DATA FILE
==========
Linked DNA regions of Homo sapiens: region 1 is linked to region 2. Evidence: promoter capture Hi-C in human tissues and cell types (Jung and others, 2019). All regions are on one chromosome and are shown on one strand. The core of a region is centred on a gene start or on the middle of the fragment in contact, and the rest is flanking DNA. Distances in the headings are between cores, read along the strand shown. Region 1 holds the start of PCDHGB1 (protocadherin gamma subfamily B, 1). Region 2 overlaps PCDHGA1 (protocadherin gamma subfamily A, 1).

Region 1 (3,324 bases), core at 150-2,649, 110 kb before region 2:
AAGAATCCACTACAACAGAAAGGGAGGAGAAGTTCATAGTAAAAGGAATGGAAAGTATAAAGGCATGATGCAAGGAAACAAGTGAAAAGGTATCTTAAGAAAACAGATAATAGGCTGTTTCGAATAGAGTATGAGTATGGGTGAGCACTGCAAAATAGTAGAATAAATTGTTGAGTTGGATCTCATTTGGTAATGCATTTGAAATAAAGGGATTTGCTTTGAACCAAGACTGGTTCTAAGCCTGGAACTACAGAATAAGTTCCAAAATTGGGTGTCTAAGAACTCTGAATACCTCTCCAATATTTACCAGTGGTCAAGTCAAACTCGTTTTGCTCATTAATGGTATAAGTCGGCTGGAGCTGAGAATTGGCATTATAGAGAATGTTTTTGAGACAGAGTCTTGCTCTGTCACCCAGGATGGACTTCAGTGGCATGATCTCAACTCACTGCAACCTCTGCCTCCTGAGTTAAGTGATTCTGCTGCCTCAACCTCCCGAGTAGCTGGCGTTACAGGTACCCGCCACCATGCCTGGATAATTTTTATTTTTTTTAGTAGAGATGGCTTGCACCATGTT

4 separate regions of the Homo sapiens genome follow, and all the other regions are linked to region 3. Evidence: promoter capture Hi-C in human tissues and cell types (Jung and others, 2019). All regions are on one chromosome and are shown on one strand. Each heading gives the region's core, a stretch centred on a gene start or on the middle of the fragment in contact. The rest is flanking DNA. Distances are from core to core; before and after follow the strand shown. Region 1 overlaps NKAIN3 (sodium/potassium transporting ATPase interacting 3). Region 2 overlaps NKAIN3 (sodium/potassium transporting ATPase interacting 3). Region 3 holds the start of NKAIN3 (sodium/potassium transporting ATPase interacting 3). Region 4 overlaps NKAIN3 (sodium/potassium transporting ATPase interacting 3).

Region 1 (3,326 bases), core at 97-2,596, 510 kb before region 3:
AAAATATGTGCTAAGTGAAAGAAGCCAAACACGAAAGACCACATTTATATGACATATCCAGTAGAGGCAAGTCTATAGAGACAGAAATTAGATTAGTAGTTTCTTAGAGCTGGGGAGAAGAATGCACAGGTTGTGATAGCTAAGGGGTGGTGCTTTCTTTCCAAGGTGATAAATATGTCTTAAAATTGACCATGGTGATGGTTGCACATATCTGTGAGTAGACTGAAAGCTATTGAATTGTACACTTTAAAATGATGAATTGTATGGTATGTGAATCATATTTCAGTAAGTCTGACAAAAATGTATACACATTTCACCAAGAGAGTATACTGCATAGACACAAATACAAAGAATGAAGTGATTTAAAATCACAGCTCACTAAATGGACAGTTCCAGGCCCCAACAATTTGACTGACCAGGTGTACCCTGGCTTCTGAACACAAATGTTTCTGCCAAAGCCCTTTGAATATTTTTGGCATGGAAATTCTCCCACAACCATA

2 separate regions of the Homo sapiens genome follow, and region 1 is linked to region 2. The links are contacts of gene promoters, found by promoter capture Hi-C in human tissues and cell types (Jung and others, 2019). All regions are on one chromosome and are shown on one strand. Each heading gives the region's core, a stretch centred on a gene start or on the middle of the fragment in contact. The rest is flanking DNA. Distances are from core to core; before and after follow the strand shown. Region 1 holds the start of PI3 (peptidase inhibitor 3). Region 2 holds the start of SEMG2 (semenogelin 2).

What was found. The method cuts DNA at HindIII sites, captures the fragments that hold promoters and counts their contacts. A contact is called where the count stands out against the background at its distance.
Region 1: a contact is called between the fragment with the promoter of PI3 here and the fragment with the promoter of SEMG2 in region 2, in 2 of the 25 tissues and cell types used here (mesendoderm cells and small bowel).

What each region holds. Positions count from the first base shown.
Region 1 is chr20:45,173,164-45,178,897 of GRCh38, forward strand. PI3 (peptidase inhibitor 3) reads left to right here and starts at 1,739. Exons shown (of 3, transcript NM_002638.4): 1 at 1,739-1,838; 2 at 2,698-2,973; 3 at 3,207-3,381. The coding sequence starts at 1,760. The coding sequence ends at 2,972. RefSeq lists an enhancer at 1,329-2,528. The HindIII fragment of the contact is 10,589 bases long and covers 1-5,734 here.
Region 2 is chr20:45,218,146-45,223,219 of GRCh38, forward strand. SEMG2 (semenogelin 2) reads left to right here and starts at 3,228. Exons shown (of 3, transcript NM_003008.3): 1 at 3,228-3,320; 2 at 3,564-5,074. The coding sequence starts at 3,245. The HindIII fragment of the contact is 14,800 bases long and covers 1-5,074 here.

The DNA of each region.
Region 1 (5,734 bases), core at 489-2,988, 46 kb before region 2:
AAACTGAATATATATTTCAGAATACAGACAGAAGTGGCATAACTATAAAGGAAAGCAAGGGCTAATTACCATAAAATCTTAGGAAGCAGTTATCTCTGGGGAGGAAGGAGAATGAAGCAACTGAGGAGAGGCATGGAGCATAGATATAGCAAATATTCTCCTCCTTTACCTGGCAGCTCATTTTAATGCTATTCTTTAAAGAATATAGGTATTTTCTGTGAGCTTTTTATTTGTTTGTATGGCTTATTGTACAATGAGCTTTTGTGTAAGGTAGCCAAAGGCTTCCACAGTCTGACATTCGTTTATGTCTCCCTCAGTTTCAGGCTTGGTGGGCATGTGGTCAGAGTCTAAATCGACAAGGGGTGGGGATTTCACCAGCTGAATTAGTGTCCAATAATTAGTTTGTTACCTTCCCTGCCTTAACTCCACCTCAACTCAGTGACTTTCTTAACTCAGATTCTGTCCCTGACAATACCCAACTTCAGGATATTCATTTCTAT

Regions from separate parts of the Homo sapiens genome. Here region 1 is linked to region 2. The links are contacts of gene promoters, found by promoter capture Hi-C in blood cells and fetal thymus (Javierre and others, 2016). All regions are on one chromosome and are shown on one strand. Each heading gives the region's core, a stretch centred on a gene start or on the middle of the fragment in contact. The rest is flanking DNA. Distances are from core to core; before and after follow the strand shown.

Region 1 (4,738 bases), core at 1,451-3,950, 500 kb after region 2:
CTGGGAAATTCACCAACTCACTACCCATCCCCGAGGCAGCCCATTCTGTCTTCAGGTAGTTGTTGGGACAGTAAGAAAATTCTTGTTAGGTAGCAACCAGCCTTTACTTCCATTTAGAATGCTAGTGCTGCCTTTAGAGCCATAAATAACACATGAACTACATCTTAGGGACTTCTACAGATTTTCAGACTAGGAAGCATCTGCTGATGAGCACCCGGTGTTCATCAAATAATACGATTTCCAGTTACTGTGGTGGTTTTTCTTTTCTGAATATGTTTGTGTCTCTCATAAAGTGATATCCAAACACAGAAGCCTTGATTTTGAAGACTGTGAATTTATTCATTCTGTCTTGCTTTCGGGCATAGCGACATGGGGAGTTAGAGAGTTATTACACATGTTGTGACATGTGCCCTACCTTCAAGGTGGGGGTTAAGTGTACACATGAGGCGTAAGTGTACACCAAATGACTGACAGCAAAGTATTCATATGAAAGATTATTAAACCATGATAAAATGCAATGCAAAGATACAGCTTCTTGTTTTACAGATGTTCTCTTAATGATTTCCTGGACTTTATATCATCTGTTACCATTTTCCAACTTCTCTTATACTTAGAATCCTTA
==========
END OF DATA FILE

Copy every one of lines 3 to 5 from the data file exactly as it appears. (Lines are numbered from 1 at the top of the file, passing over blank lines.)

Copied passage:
AAGAATCCACTACAACAGAAAGGGAGGAGAAGTTCATAGTAAAAGGAATGGAAAGTATAAAGGCATGATGCAAGGAAACAAGTGAAAAGGTATCTTAAGAAAACAGATAATAGGCTGTTTCGAATAGAGTATGAGTATGGGTGAGCACTGCAAAATAGTAGAATAAATTGTTGAGTTGGATCTCATTTGGTAATGCATTTGAAATAAAGGGATTTGCTTTGAACCAAGACTGGTTCTAAGCCTGGAACTACAGAATAAGTTCCAAAATTGGGTGTCTAAGAACTCTGAATACCTCTCCAATATTTACCAGTGGTCAAGTCAAACTCGTTTTGCTCATTAATGGTATAAGTCGGCTGGAGCTGAGAATTGGCATTATAGAGAATGTTTTTGAGACAGAGTCTTGCTCTGTCACCCAGGATGGACTTCAGTGGCATGATCTCAACTCACTGCAACCTCTGCCTCCTGAGTTAAGTGATTCTGCTGCCTCAACCTCCCGAGTAGCTGGCGTTACAGGTACCCGCCACCATGCCTGGATAATTTTTATTTTTTTTAGTAGAGATGGCTTGCACCATGTT

4 separate regions of the Homo sapiens genome follow, and all the other regions are linked to region 3. Evidence: promoter capture Hi-C in human tissues and cell types (Jung and others, 2019). All regions are on one chromosome and are shown on one strand. Each heading gives the region's core, a stretch centred on a gene start or on the middle of the fragment in contact. The rest is flanking DNA. Distances are from core to core; before and after follow the strand shown. Region 1 overlaps NKAIN3 (sodium/potassium transporting ATPase interacting 3). Region 2 overlaps NKAIN3 (sodium/potassium transporting ATPase interacting 3). Region 3 holds the start of NKAIN3 (sodium/potassium transporting ATPase interacting 3). Region 4 overlaps NKAIN3 (sodium/potassium transporting ATPase interacting 3).

Region 1 (3,326 bases), core at 97-2,596, 510 kb before region 3: